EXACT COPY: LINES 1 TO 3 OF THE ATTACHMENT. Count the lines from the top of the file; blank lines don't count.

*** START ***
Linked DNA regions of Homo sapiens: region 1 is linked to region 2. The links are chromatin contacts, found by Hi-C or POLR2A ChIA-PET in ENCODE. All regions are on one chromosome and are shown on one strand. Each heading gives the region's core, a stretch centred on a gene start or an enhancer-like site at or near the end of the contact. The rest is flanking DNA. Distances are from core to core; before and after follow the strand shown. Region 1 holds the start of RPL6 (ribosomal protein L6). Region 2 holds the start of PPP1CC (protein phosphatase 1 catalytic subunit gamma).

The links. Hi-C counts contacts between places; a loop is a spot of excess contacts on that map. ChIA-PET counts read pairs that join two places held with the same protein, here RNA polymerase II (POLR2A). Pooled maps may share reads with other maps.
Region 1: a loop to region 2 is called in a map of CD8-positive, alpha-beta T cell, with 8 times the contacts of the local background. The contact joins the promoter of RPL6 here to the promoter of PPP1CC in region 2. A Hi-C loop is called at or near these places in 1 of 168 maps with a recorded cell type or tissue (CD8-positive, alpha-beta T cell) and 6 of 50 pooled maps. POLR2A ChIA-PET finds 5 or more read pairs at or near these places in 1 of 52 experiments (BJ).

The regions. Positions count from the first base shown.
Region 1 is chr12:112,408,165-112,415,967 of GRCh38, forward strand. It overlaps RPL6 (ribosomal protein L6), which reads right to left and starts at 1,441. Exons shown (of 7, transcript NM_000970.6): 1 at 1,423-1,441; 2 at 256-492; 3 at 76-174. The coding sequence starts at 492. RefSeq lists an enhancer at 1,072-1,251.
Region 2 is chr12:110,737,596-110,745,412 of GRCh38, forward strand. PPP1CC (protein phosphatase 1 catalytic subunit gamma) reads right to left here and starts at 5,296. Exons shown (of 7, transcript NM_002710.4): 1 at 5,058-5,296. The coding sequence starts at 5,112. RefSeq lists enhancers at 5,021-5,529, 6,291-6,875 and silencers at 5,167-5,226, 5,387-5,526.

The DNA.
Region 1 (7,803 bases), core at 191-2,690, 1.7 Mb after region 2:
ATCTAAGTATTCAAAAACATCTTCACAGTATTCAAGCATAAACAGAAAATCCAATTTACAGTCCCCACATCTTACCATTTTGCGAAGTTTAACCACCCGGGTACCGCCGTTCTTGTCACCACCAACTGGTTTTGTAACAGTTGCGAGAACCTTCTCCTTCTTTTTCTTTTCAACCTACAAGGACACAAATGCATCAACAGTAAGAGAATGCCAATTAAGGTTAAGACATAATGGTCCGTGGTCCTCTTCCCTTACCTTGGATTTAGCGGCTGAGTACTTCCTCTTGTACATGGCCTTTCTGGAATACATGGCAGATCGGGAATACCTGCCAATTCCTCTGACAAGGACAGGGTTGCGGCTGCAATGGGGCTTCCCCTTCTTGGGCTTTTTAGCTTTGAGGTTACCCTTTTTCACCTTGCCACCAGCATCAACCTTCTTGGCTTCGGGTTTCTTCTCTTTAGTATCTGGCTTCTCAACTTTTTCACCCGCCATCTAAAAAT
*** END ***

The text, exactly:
Linked DNA regions of Homo sapiens: region 1 is linked to region 2. The links are chromatin contacts, found by Hi-C or POLR2A ChIA-PET in ENCODE. All regions are on one chromosome and are shown on one strand. Each heading gives the region's core, a stretch centred on a gene start or an enhancer-like site at or near the end of the contact. The rest is flanking DNA. Distances are from core to core; before and after follow the strand shown. Region 1 holds the start of RPL6 (ribosomal protein L6). Region 2 holds the start of PPP1CC (protein phosphatase 1 catalytic subunit gamma).

The links. Hi-C counts contacts between places; a loop is a spot of excess contacts on that map. ChIA-PET counts read pairs that join two places held with the same protein, here RNA polymerase II (POLR2A). Pooled maps may share reads with other maps.
Region 1: a loop to region 2 is called in a map of CD8-positive, alpha-beta T cell, with 8 times the contacts of the local background. The contact joins the promoter of RPL6 here to the promoter of PPP1CC in region 2. A Hi-C loop is called at or near these places in 1 of 168 maps with a recorded cell type or tissue (CD8-positive, alpha-beta T cell) and 6 of 50 pooled maps. POLR2A ChIA-PET finds 5 or more read pairs at or near these places in 1 of 52 experiments (BJ).